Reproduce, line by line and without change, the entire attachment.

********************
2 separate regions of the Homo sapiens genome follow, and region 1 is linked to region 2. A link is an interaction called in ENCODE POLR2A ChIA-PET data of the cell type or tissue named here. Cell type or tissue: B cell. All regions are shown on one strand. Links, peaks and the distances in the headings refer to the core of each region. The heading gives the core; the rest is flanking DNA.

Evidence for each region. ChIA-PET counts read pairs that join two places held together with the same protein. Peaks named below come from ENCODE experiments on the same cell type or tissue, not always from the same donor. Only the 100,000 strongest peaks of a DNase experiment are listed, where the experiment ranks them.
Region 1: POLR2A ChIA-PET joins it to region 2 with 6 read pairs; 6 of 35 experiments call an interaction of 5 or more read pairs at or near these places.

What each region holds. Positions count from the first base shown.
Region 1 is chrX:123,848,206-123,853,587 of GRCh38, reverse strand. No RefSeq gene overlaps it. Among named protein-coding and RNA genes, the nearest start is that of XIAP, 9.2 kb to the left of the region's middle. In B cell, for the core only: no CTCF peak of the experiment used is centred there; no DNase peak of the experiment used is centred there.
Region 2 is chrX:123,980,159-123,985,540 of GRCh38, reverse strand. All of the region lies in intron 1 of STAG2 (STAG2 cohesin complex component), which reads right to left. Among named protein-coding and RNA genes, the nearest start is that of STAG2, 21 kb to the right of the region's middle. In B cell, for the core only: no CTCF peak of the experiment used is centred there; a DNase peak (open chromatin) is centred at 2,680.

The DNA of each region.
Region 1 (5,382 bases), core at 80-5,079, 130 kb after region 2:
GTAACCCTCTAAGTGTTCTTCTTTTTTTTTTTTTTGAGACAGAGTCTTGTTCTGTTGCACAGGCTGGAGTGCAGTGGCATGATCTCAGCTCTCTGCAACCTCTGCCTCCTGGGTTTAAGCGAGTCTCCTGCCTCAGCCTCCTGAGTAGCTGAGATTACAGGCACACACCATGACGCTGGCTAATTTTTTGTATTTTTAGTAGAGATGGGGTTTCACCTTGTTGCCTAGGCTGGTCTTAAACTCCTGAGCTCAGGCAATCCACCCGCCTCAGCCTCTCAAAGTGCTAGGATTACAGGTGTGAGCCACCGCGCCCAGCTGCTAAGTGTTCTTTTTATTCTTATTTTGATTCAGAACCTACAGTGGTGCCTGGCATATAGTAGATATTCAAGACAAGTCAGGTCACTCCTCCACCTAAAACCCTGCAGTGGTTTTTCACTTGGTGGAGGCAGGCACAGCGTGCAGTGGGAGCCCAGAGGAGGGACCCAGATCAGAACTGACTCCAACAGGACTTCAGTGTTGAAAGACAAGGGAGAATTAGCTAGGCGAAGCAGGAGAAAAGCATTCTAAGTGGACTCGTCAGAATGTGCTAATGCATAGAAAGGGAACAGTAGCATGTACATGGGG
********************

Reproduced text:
2 separate regions of the Homo sapiens genome follow, and region 1 is linked to region 2. A link is an interaction called in ENCODE POLR2A ChIA-PET data of the cell type or tissue named here. Cell type or tissue: B cell. All regions are shown on one strand. Links, peaks and the distances in the headings refer to the core of each region. The heading gives the core; the rest is flanking DNA.

Evidence for each region. ChIA-PET counts read pairs that join two places held together with the same protein. Peaks named below come from ENCODE experiments on the same cell type or tissue, not always from the same donor. Only the 100,000 strongest peaks of a DNase experiment are listed, where the experiment ranks them.
Region 1: POLR2A ChIA-PET joins it to region 2 with 6 read pairs; 6 of 35 experiments call an interaction of 5 or more read pairs at or near these places.

What each region holds. Positions count from the first base shown.
Region 1 is chrX:123,848,206-123,853,587 of GRCh38, reverse strand. No RefSeq gene overlaps it. Among named protein-coding and RNA genes, the nearest start is that of XIAP, 9.2 kb to the left of the region's middle. In B cell, for the core only: no CTCF peak of the experiment used is centred there; no DNase peak of the experiment used is centred there.
Region 2 is chrX:123,980,159-123,985,540 of GRCh38, reverse strand. All of the region lies in intron 1 of STAG2 (STAG2 cohesin complex component), which reads right to left. Among named protein-coding and RNA genes, the nearest start is that of STAG2, 21 kb to the right of the region's middle. In B cell, for the core only: no CTCF peak of the experiment used is centred there; a DNase peak (open chromatin) is centred at 2,680.

The DNA of each region.
Region 1 (5,382 bases), core at 80-5,079, 130 kb after region 2:
GTAACCCTCTAAGTGTTCTTCTTTTTTTTTTTTTTGAGACAGAGTCTTGTTCTGTTGCACAGGCTGGAGTGCAGTGGCATGATCTCAGCTCTCTGCAACCTCTGCCTCCTGGGTTTAAGCGAGTCTCCTGCCTCAGCCTCCTGAGTAGCTGAGATTACAGGCACACACCATGACGCTGGCTAATTTTTTGTATTTTTAGTAGAGATGGGGTTTCACCTTGTTGCCTAGGCTGGTCTTAAACTCCTGAGCTCAGGCAATCCACCCGCCTCAGCCTCTCAAAGTGCTAGGATTACAGGTGTGAGCCACCGCGCCCAGCTGCTAAGTGTTCTTTTTATTCTTATTTTGATTCAGAACCTACAGTGGTGCCTGGCATATAGTAGATATTCAAGACAAGTCAGGTCACTCCTCCACCTAAAACCCTGCAGTGGTTTTTCACTTGGTGGAGGCAGGCACAGCGTGCAGTGGGAGCCCAGAGGAGGGACCCAGATCAGAACTGACTCCAACAGGACTTCAGTGTTGAAAGACAAGGGAGAATTAGCTAGGCGAAGCAGGAGAAAAGCATTCTAAGTGGACTCGTCAGAATGTGCTAATGCATAGAAAGGGAACAGTAGCATGTACATGGGG